pomenitul, Monday, 5 October 2020 13:29 (three weeks ago) link

Going for Undset's dramatic 'Jenny' over Larbaud's 'Fermina Márquez'. Undset would go on to receive the 1928 Nobel mostly for her work 'Kristin Lavransdatter' but 'Jenny' is not to be overlooked imo.

Lots of books with excellent titles here that I never heard of.

Ilxor in the streets, Scampo in the sheets (Le Bateau Ivre), Monday, 5 October 2020 13:46 (three weeks ago) link

probably loads of macho posturing

― Chip-vill-A (imago), Monday, 5 October 2020 bookmarkflaglink

Thank you for being such an ally.

xyzzzz__, Monday, 5 October 2020 13:55 (three weeks ago) link

the_rainbow_sympathiser has logged on

Chip-vill-A (imago), Monday, 5 October 2020 13:57 (three weeks ago) link

Reading DH Lawrence in the #metoo era

xyzzzz__, Monday, 5 October 2020 14:01 (three weeks ago) link

Anyway, I’m too much of a low information voter to participate in this one. I trust LBI’s pick as he seems to have a lot more experience with the early 20th century novel.

pomenitul, Monday, 5 October 2020 14:01 (three weeks ago) link

Ethan Frome is awesome, y'all are fucking crazy to pick anything else imo.

healthy cocaine off perfect butts (the table is the table), Monday, 5 October 2020 14:04 (three weeks ago) link

There's loads I don't know here, Pom. I benefit from being in a book club abt 19th/early 20th century French novels when in uni. Paired with an above average interest in Scandinavian lit is how I navigate through these polls. Lots of American literature I'm not drawn to but willing to learn.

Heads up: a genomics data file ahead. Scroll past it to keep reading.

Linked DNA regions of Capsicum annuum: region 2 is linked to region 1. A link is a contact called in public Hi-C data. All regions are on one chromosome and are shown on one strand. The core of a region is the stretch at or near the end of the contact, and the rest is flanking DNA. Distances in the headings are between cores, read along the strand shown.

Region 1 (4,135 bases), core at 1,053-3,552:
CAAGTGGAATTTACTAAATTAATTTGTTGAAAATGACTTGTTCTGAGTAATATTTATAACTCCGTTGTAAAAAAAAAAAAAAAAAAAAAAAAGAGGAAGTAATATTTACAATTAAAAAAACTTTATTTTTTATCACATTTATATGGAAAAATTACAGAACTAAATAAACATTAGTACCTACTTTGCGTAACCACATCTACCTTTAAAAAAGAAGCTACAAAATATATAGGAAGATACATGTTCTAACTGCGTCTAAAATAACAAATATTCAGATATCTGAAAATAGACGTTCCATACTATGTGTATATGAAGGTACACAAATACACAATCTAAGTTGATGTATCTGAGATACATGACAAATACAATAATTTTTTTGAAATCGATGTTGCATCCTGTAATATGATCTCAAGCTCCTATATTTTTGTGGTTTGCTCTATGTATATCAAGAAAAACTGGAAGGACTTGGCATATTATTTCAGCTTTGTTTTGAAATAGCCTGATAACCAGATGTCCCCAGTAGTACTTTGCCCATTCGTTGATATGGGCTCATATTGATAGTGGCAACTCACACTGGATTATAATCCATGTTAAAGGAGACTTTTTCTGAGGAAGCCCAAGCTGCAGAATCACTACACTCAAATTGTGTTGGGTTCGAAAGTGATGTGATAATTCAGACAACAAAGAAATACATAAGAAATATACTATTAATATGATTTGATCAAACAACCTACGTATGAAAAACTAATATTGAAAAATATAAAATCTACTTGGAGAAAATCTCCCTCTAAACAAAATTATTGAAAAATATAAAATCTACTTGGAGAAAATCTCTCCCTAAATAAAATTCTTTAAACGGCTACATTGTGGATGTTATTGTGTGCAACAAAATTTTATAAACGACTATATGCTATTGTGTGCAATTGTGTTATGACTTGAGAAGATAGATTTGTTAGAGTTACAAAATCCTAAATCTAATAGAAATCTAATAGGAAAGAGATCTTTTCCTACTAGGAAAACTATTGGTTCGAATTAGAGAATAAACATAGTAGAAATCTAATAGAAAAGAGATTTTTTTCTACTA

Ilxor in the streets, Scampo in the sheets (Le Bateau Ivre), Monday, 5 October 2020 14:23 (three weeks ago) link

The Sad End of Policarpo Quaresma by Lima Barreto

This looks really interesting btw..

xyzzzz__, Monday, 5 October 2020 14:26 (three weeks ago) link

It's the Brazilian/Portuguese literature Daniel picks that has me most curious.

Ilxor in the streets, Scampo in the sheets (Le Bateau Ivre), Monday, 5 October 2020 14:27 (three weeks ago) link

This one is a wash for me again.

Lots of American literature I'm not drawn to but willing to learn.

This makes me curious what American lit non-Americans generally read in pre-university/canon-focused education.

rob, Monday, 5 October 2020 14:42 (three weeks ago) link

That's a good question, albeit a difficult one to answer. I think our secondary schools are mostly focused on national lit first, then UK/EU books. Thinking back I don't think there were any American books on the list we had to read when I was 14/15, except for Huckleberry Finn! After that it's mostly a question of where you end up education-wise. I dare say o'er here American literature is a small to non-existent portion of the curriculum, before young people go to uni that is.

Ilxor in the streets, Scampo in the sheets (Le Bateau Ivre), Monday, 5 October 2020 14:51 (three weeks ago) link

I haven't read the Wharton, so I'll vote for Under Western Eyes, Conrad's take on Dusty Dusty and revolutionary politics

the Fantômas series is pure pulp but entertaining and interesting as a source of popular culture tropes ... he's an anti-hero super-villain with mysterious powers, and the crazy plots are heavy on weird menace, sometimes drifting into horror

Brad C., Monday, 5 October 2020 15:01 (three weeks ago) link

This is purely anecdotal and hardly relevant since my own education was a weird transatlantic and translinguistic mishmash but I was somewhat surprised by the relative popularity of Faulkner in France.

pomenitul, Monday, 5 October 2020 15:03 (three weeks ago) link

It's so cool to watch children's literature developing as a genre as we go through these lists.